Redeeming the time, because the days are evil (Ephesians 5:16)
I was studying up on peace tonight and I noticed that there's quite a bit of condemnation for those who proclaim peace when there is no peace. A false proclamation of peace misleads the people, giving false hope instead of true. This quote in particular reminded me of the whitewashing of the news out of France: "They dress the wound of my people as though it were not serious. 'Peace, peace,' they say; but there is no peace." (Jeremiah 6:14; repeated Jeremiah 8:11, and similar things by some of the other prophets).
And if you already have peace, there is no need for the courage and strength of a peacemaker. Neither is a peacemaker an appeasement-maker; big difference there. Appeasement is "peace" through surrender or by allowing violence to rule the decision; that kind of "peace" will always be precarious, at risk of falling again. Sustained peace requires strength. It also requires parties who all want peace; that remains to be seen in the case of France.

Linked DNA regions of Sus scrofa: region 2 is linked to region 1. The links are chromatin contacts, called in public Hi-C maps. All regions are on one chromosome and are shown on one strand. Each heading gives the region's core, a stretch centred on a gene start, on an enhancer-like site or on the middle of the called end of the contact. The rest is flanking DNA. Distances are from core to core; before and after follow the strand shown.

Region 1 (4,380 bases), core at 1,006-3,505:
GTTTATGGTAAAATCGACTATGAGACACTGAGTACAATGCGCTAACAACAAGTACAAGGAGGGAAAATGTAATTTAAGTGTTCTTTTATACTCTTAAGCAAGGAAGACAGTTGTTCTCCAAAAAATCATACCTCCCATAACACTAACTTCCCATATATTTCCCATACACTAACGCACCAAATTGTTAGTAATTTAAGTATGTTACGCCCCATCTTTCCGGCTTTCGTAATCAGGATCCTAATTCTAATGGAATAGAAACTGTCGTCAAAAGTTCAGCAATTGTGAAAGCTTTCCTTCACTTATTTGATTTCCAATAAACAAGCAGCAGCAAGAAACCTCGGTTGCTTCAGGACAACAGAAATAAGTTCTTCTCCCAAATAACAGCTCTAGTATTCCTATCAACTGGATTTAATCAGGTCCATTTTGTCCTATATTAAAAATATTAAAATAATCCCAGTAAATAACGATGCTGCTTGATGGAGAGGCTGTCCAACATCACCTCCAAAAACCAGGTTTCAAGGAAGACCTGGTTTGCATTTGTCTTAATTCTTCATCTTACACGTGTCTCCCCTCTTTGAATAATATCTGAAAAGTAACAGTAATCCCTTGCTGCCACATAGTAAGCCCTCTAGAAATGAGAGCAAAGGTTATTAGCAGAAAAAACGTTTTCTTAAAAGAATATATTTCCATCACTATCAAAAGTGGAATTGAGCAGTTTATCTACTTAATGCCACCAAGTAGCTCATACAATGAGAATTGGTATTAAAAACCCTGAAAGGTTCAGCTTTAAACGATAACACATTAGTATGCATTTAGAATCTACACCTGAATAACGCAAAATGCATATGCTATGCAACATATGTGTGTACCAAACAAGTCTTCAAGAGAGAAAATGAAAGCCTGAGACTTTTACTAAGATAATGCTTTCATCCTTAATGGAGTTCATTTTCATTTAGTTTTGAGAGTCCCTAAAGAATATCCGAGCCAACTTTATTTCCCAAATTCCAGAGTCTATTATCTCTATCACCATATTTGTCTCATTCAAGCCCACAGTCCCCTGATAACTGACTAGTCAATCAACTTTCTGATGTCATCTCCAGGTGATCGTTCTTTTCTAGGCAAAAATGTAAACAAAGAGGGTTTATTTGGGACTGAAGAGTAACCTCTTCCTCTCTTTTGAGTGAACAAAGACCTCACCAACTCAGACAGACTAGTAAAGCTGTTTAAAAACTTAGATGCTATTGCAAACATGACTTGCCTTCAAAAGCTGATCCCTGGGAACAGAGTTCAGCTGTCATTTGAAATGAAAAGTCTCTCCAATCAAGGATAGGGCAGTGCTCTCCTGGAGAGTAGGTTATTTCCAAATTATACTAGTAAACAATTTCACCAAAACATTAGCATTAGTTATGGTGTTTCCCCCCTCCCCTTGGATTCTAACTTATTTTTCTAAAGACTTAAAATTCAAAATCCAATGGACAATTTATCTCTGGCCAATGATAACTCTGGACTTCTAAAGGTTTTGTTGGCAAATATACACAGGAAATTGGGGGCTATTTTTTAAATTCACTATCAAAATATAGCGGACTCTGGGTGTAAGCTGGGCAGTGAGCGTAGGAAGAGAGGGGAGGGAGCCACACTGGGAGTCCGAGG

What then is there for us to do while we wait for the final peace?
"Do not plot evil against your neighbor" (Zechariah 8:17)
"Love truth and peace" (Zechariah 8:19)
"Make every effort to live in peace with all men" (Hebrews 12:14)
"The wisdom that comes from heaven is first of all pure; then peace-loving" (James 3:17)
This is not to confuse peace with pacifism; sometimes use of force is necessary to restore peace and safety, as seems to be the case now.
I've read a few alarmist posts around the 'net in the wake of the French riots, and I've read some minimalist posts. Both sides agree that the problems in France have run deep for a long time; both sides acknowledge that there may not be an easy solution. Jesus blesses peacemakers in the Beatitudes: "Blessed are the peacemakers, for they will be called Sons of God." Those blessings are generally not pronounced on any easy path.